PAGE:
David Guzman is a potter from the small town of Capula, which is famous for their Catrina Dolls.
Tea Light Holder by David Guzman
Capula is a Nahuatl word that means "place of capulines," and is most famed for the Catrina Dolls associated with the mysterious Dia de los Muertos. The pottery of Capula is crafted using a fusion of P'urhepecha and Spanish techniques.
When Quiroga arrived in Capula in 1550, he recognized the natural clay resources of the town, and worked on helping the locals improve their techniques for more durable pieces. Over the years, techniques have continued to improve with new technology, though traditional methods are still used due to the lower cost. This method involves cooking the clay pieces in a wood burning oven.
The more modern techniques involve cooking the clay pieces twice in a temperature controlled gas oven. The pieces are heated to 1200 degrees Celsius, then removed and placed in a mineral material called "greta." Placed back in the oven, the pieces are heated again, only this time to 1800 degrees Celsius. The double-firing and higher heat temperatures make these pieces stronger and more durable. Consumers will know the difference, based on the price and quality.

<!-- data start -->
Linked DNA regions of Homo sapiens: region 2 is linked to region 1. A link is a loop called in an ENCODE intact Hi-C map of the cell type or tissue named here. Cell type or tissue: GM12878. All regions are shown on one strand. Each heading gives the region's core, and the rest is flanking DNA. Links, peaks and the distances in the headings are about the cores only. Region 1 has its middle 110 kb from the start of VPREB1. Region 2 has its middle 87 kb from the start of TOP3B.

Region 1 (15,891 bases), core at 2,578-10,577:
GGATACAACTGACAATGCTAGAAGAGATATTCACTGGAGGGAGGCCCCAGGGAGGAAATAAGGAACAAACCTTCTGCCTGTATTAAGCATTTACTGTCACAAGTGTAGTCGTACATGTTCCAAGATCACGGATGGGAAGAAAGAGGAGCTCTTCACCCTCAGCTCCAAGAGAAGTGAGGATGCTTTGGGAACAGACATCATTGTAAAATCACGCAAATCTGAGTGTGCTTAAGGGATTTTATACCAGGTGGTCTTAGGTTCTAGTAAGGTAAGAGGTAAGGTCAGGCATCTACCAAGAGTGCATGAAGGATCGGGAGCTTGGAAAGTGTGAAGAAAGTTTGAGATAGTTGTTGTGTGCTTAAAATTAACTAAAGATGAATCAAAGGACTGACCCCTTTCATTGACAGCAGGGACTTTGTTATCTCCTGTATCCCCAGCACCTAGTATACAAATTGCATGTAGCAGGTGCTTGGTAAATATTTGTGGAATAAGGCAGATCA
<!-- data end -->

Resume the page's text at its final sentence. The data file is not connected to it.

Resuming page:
Capula style is quite easy to identify once you have come in contact with pottery from this endearing village. The patterns are comprised of several dots, with one large dot that is circled with smaller dots to make a flower. These patterns are repeated around the rims of dishes and plates, or the full surfaces of mugs and vases. The economy of Capula is based on pottery - so most of the inhabitants are involved in this business on some level, whether crafting or selling.